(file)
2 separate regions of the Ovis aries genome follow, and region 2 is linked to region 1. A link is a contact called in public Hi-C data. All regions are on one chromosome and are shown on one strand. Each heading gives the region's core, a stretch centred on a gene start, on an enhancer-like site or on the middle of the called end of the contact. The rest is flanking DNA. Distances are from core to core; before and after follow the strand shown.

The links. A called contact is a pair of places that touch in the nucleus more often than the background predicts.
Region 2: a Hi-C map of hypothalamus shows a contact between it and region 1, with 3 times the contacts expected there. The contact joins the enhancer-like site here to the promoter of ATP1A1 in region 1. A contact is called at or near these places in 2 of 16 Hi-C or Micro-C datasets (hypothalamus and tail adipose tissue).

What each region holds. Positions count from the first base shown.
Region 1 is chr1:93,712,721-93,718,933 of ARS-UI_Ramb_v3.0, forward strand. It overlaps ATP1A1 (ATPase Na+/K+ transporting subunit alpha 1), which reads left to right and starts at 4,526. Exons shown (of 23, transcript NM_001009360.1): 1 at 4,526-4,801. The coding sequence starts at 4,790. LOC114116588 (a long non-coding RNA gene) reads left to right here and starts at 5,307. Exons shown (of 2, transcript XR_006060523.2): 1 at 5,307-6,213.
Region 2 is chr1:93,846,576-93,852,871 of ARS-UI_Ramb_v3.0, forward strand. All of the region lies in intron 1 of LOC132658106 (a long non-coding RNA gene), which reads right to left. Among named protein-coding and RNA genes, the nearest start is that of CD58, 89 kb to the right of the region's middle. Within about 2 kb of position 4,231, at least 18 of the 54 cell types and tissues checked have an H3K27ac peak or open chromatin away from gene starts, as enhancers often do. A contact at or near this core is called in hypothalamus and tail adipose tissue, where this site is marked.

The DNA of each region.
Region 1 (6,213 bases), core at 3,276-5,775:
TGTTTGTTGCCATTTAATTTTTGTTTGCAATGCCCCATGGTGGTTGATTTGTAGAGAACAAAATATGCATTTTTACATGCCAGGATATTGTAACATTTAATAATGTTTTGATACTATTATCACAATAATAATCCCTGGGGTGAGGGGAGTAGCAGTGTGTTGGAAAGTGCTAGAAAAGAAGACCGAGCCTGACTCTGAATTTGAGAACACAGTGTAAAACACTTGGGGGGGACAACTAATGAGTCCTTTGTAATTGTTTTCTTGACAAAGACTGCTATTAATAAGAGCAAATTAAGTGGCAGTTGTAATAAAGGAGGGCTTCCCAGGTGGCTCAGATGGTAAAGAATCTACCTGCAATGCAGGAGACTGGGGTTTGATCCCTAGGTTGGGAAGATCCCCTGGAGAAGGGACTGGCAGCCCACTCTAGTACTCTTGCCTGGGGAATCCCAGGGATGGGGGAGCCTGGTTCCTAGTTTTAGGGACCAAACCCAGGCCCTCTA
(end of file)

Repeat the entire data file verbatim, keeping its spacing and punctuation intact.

2 separate regions of the Ovis aries genome follow, and region 2 is linked to region 1. A link is a contact called in public Hi-C data. All regions are on one chromosome and are shown on one strand. Each heading gives the region's core, a stretch centred on a gene start, on an enhancer-like site or on the middle of the called end of the contact. The rest is flanking DNA. Distances are from core to core; before and after follow the strand shown.

The links. A called contact is a pair of places that touch in the nucleus more often than the background predicts.
Region 2: a Hi-C map of hypothalamus shows a contact between it and region 1, with 3 times the contacts expected there. The contact joins the enhancer-like site here to the promoter of ATP1A1 in region 1. A contact is called at or near these places in 2 of 16 Hi-C or Micro-C datasets (hypothalamus and tail adipose tissue).

What each region holds. Positions count from the first base shown.
Region 1 is chr1:93,712,721-93,718,933 of ARS-UI_Ramb_v3.0, forward strand. It overlaps ATP1A1 (ATPase Na+/K+ transporting subunit alpha 1), which reads left to right and starts at 4,526. Exons shown (of 23, transcript NM_001009360.1): 1 at 4,526-4,801. The coding sequence starts at 4,790. LOC114116588 (a long non-coding RNA gene) reads left to right here and starts at 5,307. Exons shown (of 2, transcript XR_006060523.2): 1 at 5,307-6,213.
Region 2 is chr1:93,846,576-93,852,871 of ARS-UI_Ramb_v3.0, forward strand. All of the region lies in intron 1 of LOC132658106 (a long non-coding RNA gene), which reads right to left. Among named protein-coding and RNA genes, the nearest start is that of CD58, 89 kb to the right of the region's middle. Within about 2 kb of position 4,231, at least 18 of the 54 cell types and tissues checked have an H3K27ac peak or open chromatin away from gene starts, as enhancers often do. A contact at or near this core is called in hypothalamus and tail adipose tissue, where this site is marked.

The DNA of each region.
Region 1 (6,213 bases), core at 3,276-5,775:
TGTTTGTTGCCATTTAATTTTTGTTTGCAATGCCCCATGGTGGTTGATTTGTAGAGAACAAAATATGCATTTTTACATGCCAGGATATTGTAACATTTAATAATGTTTTGATACTATTATCACAATAATAATCCCTGGGGTGAGGGGAGTAGCAGTGTGTTGGAAAGTGCTAGAAAAGAAGACCGAGCCTGACTCTGAATTTGAGAACACAGTGTAAAACACTTGGGGGGGACAACTAATGAGTCCTTTGTAATTGTTTTCTTGACAAAGACTGCTATTAATAAGAGCAAATTAAGTGGCAGTTGTAATAAAGGAGGGCTTCCCAGGTGGCTCAGATGGTAAAGAATCTACCTGCAATGCAGGAGACTGGGGTTTGATCCCTAGGTTGGGAAGATCCCCTGGAGAAGGGACTGGCAGCCCACTCTAGTACTCTTGCCTGGGGAATCCCAGGGATGGGGGAGCCTGGTTCCTAGTTTTAGGGACCAAACCCAGGCCCTCTA